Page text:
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Pietasaari / Jakobstad region is far away from the noisy big cities. Here in the wilderness you can get in harmony with nature. Lonely paths lead through forests and along rivers to remote bays and cultural cities. The best way to get there is by water. The harmonious community in the region is characterized by a special sense of belonging. Here families and friends make music and sing together, visitors can explore craft markets and the Arctic Museum, which takes us back in time, and garden lovers also feel at home here.

Geographic region · Finland

Pietarsaari Region

The concentrated power of Scandinavian flair can be found in the coastal Pietarsaari region, known as the Jakobstad ...
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Kokkola is located on the northwest coast of Finland, in the Central Ostrobothnia region. Far away from the hustle and bustle of the big cities, you will find the picturesque wooden old town of Neristan, which casts a spell on visitors. There are numerous islands off the coast – like everywhere in the Finnish Archipelago. Tankar is well worth a visit, with a lighthouse, a seal-hunting museum and a beautiful nature trail across the island rich in birdlife.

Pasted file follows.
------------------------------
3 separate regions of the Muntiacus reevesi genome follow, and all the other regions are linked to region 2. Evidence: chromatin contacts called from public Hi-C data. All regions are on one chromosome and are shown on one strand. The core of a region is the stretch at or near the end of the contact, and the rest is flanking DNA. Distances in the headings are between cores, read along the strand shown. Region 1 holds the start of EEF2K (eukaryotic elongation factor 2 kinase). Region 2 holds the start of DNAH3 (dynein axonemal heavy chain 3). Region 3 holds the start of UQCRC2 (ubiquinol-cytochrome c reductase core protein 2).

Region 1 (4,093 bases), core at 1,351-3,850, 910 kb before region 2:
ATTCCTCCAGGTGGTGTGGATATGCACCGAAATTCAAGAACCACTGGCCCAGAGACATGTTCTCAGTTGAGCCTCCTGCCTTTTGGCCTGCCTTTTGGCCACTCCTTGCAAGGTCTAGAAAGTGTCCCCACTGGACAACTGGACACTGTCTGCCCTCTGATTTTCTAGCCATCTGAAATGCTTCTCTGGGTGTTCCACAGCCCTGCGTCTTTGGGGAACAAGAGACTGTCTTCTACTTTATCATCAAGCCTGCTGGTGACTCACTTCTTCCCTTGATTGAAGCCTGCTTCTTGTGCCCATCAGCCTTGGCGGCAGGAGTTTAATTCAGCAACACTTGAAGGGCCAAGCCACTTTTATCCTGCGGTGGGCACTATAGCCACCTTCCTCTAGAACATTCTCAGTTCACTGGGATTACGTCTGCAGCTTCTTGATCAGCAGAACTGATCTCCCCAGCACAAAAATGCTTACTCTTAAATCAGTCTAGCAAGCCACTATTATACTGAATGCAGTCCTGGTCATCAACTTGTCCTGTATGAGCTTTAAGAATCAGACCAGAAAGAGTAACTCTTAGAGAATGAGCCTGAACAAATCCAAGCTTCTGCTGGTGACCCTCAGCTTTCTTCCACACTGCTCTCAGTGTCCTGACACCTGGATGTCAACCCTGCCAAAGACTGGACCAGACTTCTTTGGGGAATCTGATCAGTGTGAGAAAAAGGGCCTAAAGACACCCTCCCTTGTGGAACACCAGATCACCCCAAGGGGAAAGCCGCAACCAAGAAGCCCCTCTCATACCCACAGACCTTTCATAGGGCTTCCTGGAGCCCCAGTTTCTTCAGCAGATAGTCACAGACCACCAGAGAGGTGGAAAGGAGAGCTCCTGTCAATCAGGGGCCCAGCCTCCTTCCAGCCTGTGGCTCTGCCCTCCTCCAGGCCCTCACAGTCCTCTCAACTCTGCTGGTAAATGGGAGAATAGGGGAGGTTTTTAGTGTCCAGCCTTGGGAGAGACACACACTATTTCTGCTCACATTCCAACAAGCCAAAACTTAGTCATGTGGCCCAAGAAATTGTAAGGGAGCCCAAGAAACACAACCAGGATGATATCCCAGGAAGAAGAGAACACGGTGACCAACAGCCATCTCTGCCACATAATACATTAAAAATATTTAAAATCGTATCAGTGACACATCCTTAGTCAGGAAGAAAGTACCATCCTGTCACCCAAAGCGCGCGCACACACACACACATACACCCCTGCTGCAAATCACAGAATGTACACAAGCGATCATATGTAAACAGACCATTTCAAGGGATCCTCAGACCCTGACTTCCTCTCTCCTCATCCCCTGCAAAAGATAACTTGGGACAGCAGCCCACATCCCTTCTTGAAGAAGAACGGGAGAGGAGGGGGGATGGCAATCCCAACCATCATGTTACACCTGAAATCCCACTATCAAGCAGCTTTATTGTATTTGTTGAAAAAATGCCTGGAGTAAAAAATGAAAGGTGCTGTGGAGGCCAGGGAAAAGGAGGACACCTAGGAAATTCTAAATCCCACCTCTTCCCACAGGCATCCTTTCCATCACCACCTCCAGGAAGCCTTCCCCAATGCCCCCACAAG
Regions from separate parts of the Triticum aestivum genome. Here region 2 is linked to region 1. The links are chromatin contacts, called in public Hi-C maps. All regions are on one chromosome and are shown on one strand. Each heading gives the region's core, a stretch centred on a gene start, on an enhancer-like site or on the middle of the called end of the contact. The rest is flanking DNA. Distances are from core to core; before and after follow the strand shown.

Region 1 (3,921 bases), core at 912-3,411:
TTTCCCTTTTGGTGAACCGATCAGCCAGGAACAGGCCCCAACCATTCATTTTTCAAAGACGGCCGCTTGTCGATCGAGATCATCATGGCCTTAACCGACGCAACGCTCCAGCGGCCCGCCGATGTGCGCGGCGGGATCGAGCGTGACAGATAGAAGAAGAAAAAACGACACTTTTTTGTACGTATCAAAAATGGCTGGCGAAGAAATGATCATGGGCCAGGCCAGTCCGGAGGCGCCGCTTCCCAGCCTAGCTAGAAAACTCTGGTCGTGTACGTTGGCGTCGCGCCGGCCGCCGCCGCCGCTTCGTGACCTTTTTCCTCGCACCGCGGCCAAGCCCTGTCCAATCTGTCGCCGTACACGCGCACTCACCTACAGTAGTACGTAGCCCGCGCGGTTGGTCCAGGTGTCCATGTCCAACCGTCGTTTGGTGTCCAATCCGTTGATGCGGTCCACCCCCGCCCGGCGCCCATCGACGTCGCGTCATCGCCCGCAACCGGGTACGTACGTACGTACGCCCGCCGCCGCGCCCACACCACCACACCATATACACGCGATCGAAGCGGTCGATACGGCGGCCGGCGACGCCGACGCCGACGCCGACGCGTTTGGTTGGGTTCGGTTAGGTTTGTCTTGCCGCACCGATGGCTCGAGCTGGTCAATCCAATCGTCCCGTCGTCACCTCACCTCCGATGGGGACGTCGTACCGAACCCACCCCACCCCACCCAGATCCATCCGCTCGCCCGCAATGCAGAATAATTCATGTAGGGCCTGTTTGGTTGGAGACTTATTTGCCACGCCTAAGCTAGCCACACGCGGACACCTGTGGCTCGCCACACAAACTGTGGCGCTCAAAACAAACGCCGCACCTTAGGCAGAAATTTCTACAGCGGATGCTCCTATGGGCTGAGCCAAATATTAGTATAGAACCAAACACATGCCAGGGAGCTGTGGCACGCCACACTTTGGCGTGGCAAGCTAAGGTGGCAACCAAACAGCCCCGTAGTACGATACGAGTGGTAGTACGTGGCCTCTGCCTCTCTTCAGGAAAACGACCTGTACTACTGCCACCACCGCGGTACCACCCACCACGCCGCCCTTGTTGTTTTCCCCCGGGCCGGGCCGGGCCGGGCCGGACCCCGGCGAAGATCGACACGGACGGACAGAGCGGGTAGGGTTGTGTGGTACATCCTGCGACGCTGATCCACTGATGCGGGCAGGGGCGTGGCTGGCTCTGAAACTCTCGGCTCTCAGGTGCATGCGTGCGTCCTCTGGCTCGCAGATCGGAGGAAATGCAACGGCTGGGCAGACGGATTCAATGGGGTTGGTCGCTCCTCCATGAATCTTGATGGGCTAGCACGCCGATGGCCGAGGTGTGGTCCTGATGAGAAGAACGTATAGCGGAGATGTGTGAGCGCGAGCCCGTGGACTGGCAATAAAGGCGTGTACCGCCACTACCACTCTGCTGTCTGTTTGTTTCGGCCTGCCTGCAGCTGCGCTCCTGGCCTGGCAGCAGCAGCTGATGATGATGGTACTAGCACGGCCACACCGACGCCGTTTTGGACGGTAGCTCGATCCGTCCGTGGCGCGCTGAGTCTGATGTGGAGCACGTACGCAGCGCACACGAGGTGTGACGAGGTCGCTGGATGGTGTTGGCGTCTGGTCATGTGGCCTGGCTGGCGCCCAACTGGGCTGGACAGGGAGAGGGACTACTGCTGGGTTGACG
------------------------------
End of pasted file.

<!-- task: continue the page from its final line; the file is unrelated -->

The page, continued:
Commune · Central Ostrobothnia, Western and Inland Finland, Finland


The coastal town of Kokkola is located in the northern archipelago on the West Coast of Finland. The most extensive ...
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The Vaasa region around the historic town of the same name on Finland's west coast comprises eight unique municipalities. Vaasa is best known for the Kvarken Archipelago, which extends in the Bothnian Sea just outside the city. Traces of the last ice age can be discovered here. The archipelago is a UNESCO World Natural Heritage Site, home to numerous species of birds and attracts people with its smooth and rugged rocks, picturesque villages, towering lighthouses and nature trails through lush forests. The Kvarken Archipelago is beautiful to explore by boat, kayak or canoe in particular – these ways you can reach remote islands and enjoy the peace and solitude of the archipelago.

Geographic region · Finland


The Vaasa region surrounds the Finnish city of the same name on the Gulf of Bothnia on the west coast of Finnland. It ...
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Nature in the Archipelago

The nature of the Finnish Archipelago is something very special. With countless dense forests and wide pastures on the islands, the landscape is varied. The fresh sea air and the calls of the sea birds create a feeling of peace and quiet. Life on the islands is relaxed, without stress, and in harmony with the sea. The islanders live in a distinct maritime culture and are not disturbed by almost anything. In the national parks, you can explore the nature of the archipelago in all its beauty and silence.